As this love of God is manifested towards the unworthy, it is called grace, and this is what the Scriptures dwell upon with such peculiar frequency and earnestness. The mystery of redemption is, that a Being of infinite holiness and justice should manifest such wonderful love to sinners. Hence the sacred writers so earnestly denounce everything that obscures this peculiar feature of the gospel; everything which represents men as worthy, as meriting, or, in any way, by their own goodness, securing the exercise of this love of God. It is of grace, lest any man should boast. We are justified by grace; we are saved by grace; and if of grace, it is no more of works, otherwise grace is no more grace (Eph. 2.8, 9; Rom. 11.6). The apostle teaches us not only that the plan of salvation had its origin in the unmerited kindness of God, and that our acceptance with him is in no way or degree founded in our own worthiness, but moreover that the actual administration of the economy of mercy is so conducted as to magnify this attribute of the Divine character. God chooses the foolish, the base, the weak, yea, those who are nothing, in order that no flesh should glory in his presence. Christ is made everything to us, that those who glory should glory only in the Lord (1 Cor. 1.27-31).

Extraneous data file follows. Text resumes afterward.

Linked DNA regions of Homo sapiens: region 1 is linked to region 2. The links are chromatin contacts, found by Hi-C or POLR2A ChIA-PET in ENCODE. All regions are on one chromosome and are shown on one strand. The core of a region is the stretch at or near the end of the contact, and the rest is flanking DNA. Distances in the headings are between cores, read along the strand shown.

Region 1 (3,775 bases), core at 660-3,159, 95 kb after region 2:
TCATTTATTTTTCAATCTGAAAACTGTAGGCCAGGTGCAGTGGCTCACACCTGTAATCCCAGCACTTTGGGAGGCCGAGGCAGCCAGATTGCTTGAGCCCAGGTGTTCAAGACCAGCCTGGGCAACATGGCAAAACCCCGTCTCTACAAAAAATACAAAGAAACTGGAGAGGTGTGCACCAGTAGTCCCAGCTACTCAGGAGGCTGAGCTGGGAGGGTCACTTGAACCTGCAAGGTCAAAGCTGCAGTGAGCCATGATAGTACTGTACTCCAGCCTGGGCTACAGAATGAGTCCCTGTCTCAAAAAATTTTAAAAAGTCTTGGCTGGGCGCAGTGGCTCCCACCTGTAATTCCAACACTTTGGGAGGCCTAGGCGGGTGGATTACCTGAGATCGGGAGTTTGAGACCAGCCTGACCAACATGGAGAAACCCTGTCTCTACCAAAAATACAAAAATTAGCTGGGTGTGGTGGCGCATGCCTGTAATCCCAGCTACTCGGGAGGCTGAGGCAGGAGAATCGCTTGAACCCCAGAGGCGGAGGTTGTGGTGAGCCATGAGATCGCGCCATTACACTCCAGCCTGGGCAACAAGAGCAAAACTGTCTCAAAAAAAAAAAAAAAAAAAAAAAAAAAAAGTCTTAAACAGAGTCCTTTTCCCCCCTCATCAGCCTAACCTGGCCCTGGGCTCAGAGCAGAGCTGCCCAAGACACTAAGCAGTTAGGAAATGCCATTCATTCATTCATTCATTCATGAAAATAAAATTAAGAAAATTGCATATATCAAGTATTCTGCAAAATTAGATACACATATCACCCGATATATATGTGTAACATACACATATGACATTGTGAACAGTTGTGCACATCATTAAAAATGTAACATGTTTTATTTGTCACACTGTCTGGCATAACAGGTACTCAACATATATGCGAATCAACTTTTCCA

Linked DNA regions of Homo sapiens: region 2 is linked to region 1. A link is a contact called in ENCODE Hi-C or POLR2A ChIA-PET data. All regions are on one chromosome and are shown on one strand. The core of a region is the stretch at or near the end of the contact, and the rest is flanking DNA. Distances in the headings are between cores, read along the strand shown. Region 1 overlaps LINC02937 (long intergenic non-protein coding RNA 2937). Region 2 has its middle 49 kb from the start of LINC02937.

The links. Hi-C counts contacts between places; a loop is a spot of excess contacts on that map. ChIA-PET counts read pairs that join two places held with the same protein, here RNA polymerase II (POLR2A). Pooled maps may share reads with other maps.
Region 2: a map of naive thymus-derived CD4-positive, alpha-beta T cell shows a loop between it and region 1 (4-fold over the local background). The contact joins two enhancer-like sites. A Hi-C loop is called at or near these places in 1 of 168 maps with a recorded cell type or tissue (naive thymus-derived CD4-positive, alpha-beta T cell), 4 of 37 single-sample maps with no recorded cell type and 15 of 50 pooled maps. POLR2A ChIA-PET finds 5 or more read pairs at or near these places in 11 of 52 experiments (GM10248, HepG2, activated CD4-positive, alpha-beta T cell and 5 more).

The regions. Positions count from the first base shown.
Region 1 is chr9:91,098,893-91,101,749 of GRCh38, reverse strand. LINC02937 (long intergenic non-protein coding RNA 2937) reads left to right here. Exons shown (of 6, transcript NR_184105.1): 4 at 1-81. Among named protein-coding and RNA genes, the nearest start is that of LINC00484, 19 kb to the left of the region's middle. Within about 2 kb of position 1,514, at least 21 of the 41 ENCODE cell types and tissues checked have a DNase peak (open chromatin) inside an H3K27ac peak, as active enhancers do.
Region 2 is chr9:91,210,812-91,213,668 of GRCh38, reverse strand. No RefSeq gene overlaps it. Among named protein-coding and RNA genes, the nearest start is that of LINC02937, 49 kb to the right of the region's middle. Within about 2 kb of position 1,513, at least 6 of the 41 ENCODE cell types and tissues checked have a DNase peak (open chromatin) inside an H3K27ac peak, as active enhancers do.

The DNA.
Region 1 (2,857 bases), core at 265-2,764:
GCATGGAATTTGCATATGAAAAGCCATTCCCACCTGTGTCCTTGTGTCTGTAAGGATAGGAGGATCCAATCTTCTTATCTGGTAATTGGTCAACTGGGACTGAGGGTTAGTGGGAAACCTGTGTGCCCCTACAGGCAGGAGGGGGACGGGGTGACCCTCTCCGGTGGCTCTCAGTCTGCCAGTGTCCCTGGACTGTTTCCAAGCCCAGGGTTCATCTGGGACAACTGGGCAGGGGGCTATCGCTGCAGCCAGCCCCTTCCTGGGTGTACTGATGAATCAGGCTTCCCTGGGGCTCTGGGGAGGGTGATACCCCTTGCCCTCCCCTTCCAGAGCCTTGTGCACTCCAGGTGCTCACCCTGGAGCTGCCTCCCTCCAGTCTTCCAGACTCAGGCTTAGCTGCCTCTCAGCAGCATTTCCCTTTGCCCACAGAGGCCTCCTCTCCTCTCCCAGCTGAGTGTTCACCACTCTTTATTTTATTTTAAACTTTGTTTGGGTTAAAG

It cannot fail to occur to every reader, that unless he sincerely rejoices in this feature of the plan of redemption, unless he is glad that the whole glory of his salvation belongs to God, his heart cannot be in accordance with the gospel. If he believes that the ground of his acceptance is in himself, or even wishes that it were so, he is not prepared to join in those grateful songs of acknowledgment to Him, who hath saved us and called us with an holy calling, not according to our works, but according to his own purpose and grace, which it is the delight of the redeemed to offer unto him that loved them and gave himself for them. It is most obvious, that the sacred writers are abundant in the confession of their unworthiness in the sight of God. They acknowledged that they were unworthy absolutely, and unworthy comparatively. It was of grace that any man was saved; and it was of grace that they were saved rather than others. It is, therefore, all of grace, that God may be exalted and glorified in all them that believe.